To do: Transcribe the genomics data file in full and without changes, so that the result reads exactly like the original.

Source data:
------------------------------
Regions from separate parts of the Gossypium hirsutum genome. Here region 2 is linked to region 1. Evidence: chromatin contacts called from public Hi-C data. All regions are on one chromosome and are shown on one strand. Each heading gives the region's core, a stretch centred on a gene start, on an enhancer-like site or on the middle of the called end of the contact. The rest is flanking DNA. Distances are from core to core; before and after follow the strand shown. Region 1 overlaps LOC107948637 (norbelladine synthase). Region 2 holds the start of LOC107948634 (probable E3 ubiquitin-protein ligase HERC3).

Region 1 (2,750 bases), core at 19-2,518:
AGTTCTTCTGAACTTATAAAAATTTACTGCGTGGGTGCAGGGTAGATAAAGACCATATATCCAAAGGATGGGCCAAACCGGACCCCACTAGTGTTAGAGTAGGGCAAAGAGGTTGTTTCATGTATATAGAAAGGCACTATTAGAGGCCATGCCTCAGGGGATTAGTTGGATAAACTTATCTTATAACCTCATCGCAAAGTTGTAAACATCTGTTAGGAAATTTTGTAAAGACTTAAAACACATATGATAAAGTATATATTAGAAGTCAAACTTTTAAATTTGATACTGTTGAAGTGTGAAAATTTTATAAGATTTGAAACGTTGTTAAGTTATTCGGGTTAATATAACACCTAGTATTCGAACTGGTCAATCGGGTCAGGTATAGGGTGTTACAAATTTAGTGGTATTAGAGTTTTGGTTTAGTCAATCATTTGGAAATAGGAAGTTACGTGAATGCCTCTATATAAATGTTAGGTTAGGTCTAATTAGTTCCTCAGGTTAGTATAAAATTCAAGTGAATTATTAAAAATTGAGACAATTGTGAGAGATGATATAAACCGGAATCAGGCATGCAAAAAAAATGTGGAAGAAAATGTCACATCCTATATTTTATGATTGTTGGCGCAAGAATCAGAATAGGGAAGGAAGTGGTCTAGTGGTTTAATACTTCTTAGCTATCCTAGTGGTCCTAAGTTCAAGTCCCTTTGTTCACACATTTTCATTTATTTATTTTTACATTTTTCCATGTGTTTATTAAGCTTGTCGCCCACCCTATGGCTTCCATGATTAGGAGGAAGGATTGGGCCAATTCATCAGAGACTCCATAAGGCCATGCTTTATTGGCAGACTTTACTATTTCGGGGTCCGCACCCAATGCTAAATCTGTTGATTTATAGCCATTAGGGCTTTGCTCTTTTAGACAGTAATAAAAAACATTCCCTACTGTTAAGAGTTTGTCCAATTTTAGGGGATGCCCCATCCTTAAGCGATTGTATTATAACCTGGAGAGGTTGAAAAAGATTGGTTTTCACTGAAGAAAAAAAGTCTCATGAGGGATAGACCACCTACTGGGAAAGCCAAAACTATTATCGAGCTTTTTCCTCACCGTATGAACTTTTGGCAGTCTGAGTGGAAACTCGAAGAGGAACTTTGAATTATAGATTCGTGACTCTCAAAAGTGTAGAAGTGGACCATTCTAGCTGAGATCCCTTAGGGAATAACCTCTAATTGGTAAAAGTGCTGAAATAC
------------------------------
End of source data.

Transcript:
Regions from separate parts of the Gossypium hirsutum genome. Here region 2 is linked to region 1. Evidence: chromatin contacts called from public Hi-C data. All regions are on one chromosome and are shown on one strand. Each heading gives the region's core, a stretch centred on a gene start, on an enhancer-like site or on the middle of the called end of the contact. The rest is flanking DNA. Distances are from core to core; before and after follow the strand shown. Region 1 overlaps LOC107948637 (norbelladine synthase). Region 2 holds the start of LOC107948634 (probable E3 ubiquitin-protein ligase HERC3).

Region 1 (2,750 bases), core at 19-2,518:
AGTTCTTCTGAACTTATAAAAATTTACTGCGTGGGTGCAGGGTAGATAAAGACCATATATCCAAAGGATGGGCCAAACCGGACCCCACTAGTGTTAGAGTAGGGCAAAGAGGTTGTTTCATGTATATAGAAAGGCACTATTAGAGGCCATGCCTCAGGGGATTAGTTGGATAAACTTATCTTATAACCTCATCGCAAAGTTGTAAACATCTGTTAGGAAATTTTGTAAAGACTTAAAACACATATGATAAAGTATATATTAGAAGTCAAACTTTTAAATTTGATACTGTTGAAGTGTGAAAATTTTATAAGATTTGAAACGTTGTTAAGTTATTCGGGTTAATATAACACCTAGTATTCGAACTGGTCAATCGGGTCAGGTATAGGGTGTTACAAATTTAGTGGTATTAGAGTTTTGGTTTAGTCAATCATTTGGAAATAGGAAGTTACGTGAATGCCTCTATATAAATGTTAGGTTAGGTCTAATTAGTTCCTCAGGTTAGTATAAAATTCAAGTGAATTATTAAAAATTGAGACAATTGTGAGAGATGATATAAACCGGAATCAGGCATGCAAAAAAAATGTGGAAGAAAATGTCACATCCTATATTTTATGATTGTTGGCGCAAGAATCAGAATAGGGAAGGAAGTGGTCTAGTGGTTTAATACTTCTTAGCTATCCTAGTGGTCCTAAGTTCAAGTCCCTTTGTTCACACATTTTCATTTATTTATTTTTACATTTTTCCATGTGTTTATTAAGCTTGTCGCCCACCCTATGGCTTCCATGATTAGGAGGAAGGATTGGGCCAATTCATCAGAGACTCCATAAGGCCATGCTTTATTGGCAGACTTTACTATTTCGGGGTCCGCACCCAATGCTAAATCTGTTGATTTATAGCCATTAGGGCTTTGCTCTTTTAGACAGTAATAAAAAACATTCCCTACTGTTAAGAGTTTGTCCAATTTTAGGGGATGCCCCATCCTTAAGCGATTGTATTATAACCTGGAGAGGTTGAAAAAGATTGGTTTTCACTGAAGAAAAAAAGTCTCATGAGGGATAGACCACCTACTGGGAAAGCCAAAACTATTATCGAGCTTTTTCCTCACCGTATGAACTTTTGGCAGTCTGAGTGGAAACTCGAAGAGGAACTTTGAATTATAGATTCGTGACTCTCAAAAGTGTAGAAGTGGACCATTCTAGCTGAGATCCCTTAGGGAATAACCTCTAATTGGTAAAAGTGCTGAAATAC